Pirates Arent Confined To The Caribbean


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Pirates Arent Confined To The Caribbean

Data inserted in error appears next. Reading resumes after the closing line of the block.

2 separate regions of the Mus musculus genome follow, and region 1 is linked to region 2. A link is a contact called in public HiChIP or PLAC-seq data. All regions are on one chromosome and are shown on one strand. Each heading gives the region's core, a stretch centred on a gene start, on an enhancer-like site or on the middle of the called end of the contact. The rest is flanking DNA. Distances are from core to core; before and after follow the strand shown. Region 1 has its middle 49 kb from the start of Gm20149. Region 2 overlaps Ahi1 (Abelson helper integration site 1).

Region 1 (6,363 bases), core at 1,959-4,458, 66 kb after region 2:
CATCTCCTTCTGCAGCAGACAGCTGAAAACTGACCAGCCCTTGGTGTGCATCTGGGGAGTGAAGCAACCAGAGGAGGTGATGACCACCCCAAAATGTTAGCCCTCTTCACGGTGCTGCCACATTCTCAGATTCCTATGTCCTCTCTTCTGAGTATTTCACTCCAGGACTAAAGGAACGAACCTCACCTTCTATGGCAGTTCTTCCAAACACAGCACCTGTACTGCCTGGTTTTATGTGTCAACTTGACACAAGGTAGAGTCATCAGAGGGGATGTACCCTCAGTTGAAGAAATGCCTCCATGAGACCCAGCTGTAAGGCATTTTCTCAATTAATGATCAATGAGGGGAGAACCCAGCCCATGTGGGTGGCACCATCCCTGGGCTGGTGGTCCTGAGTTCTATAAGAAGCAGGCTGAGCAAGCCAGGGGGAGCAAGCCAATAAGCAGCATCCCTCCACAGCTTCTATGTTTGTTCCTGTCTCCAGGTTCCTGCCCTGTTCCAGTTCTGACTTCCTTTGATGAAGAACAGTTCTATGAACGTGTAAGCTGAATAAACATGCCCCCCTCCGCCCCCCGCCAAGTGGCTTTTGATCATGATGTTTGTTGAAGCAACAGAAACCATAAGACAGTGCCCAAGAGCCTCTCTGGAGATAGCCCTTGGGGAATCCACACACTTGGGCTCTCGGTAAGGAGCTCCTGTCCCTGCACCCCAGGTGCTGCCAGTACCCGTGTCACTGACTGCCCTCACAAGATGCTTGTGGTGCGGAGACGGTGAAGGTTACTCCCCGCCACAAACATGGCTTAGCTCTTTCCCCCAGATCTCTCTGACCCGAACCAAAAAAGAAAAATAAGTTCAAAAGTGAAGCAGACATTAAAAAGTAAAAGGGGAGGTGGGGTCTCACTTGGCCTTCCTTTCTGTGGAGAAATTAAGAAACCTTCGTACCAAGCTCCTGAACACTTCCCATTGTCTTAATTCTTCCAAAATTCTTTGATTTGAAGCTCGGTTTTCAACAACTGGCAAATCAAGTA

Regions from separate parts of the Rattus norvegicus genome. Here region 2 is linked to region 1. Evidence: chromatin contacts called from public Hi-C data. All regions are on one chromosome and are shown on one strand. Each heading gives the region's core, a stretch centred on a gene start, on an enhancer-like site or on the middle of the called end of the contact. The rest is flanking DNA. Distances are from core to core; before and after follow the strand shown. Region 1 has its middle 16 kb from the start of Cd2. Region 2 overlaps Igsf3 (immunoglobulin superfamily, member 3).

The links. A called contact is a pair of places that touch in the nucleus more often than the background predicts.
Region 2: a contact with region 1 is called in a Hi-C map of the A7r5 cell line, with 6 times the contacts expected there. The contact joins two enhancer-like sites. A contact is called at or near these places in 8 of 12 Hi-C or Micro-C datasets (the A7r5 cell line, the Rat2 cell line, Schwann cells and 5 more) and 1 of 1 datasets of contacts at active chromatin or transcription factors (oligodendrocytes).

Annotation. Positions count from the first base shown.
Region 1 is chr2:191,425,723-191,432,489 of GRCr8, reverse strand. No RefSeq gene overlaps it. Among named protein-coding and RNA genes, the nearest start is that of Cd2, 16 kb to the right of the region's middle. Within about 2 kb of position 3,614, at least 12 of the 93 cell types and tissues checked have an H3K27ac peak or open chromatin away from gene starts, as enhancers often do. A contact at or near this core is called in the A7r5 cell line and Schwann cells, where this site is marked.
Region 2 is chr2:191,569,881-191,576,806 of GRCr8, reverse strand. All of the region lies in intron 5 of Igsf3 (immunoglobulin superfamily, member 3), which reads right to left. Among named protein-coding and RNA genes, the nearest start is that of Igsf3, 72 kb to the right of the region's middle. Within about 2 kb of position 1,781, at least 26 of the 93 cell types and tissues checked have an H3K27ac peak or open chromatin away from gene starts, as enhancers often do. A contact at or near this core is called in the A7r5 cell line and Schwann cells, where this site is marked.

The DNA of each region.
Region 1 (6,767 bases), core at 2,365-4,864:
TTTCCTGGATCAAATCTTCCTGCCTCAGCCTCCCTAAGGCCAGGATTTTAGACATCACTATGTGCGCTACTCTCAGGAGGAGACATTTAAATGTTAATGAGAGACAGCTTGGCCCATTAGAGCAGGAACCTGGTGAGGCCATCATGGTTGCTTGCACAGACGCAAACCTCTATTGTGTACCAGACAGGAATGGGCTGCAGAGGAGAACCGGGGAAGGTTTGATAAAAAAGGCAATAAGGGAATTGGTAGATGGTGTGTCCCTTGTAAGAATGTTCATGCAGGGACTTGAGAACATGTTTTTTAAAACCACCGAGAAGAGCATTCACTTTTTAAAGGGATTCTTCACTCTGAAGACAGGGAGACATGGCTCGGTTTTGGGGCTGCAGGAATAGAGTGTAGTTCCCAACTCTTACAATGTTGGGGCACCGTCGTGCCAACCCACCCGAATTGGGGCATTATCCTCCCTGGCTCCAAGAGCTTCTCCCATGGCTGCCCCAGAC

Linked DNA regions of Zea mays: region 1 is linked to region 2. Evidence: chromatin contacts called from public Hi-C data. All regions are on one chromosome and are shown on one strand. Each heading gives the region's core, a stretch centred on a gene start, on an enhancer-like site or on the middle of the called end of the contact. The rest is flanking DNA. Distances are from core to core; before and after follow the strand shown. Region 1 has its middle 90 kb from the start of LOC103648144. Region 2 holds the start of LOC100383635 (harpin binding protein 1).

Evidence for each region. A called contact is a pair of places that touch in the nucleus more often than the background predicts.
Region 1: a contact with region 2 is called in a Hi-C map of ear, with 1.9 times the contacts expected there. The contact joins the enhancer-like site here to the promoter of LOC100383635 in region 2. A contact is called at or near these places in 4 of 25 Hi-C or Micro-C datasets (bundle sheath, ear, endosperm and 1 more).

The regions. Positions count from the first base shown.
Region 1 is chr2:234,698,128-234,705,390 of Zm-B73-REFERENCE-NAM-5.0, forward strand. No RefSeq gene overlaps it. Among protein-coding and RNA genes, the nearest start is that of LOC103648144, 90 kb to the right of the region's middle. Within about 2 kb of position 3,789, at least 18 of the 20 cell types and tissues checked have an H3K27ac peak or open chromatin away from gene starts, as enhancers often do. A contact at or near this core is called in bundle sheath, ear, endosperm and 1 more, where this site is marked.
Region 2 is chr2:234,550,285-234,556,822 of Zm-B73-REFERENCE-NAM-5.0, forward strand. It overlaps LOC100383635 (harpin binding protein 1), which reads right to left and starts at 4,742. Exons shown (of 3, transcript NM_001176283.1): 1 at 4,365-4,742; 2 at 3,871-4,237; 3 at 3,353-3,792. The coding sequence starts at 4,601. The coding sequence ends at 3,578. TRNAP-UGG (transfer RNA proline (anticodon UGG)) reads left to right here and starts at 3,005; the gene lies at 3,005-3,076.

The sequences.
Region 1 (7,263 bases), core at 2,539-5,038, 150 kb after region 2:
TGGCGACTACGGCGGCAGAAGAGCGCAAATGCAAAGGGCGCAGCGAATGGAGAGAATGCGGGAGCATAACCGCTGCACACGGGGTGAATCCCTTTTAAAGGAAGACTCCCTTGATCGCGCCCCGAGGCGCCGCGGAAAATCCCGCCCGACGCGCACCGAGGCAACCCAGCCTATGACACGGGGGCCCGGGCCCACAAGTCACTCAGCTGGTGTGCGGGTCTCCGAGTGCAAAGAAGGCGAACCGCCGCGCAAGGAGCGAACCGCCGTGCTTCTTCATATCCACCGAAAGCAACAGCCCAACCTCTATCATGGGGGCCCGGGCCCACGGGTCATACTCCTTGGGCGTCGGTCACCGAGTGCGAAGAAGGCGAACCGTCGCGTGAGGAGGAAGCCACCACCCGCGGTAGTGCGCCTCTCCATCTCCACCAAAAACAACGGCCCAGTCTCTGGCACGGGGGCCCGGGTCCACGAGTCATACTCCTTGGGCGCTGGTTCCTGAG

1. 1. IT Magz.com - The Official web site of IT Magazine ‘The 2007 Digital Music Survey’ by Entertainment Media Research, which was conducted in association with leading law firm Olswang, reports that worldwide piracy is on the rise. Do IT experts agree? If so, does this mean security experts are fighting a losing battle? Or is there a way out? We brought in Dr Prem Chand, vice president, E Security Services, Tech Mahindra; Rajesh Mani, practice head - Media & Entertainment DRM, Tech Mahindra; Nikhil Donde, principal consultant, PricewaterhouseCoopers; Deepak Prasad, general manager, SafeNet India; and Aravind T S, software engineer, Infosys, to discuss this seemingly ‘forever hot’ issue, and found that they all agreed that piracy is on the rise. That privacy continues to prevail—nay, grow!—is not really surprising. As Donde points out, the Internet, although a technological boon, has simultaneously proved to be a bane, insofar as the proliferation and transfer of pirated content has been made very easy by way of downloads, and transmission across peer-to-peer networks, often traversing borders. Separately, barriers to the movement of pirated media have faded away as travel restrictions are lifted to encourage global travel, implying that master copies move easily from one country to another. In fact, Prasad goes so far as to opine, “Piracy will worsen, as the exchange of information will become easier with further progress in technology. Better broadband speeds,” he says, “will allow the transfer of 500 MB of software or content in minutes.” Aravind too, predicts the worst, “The development of more software products translates into more piracy.” Undoubtedly, we would all like to avail of a still greater range of digital wares and content, but at what cost? Too little of the right thing Shockingly, this gloomy scenario prevails despite the millions of dollars being spent by companies around the world to devise better ways to protect digital products. These outlays have even spawned a lucrative anti-piracy specialist segment that draws some of the best minds of the IT industry. Imagine—Internet sources reveal that every month, Universal Music ostensibly spends US$ 4000 to protect a single album, and US$ 2000 to protect a single track. But, sadly, even such generous budgets have only managed to partially solve the problem. Piracy has still not been rooted out. 1 / 13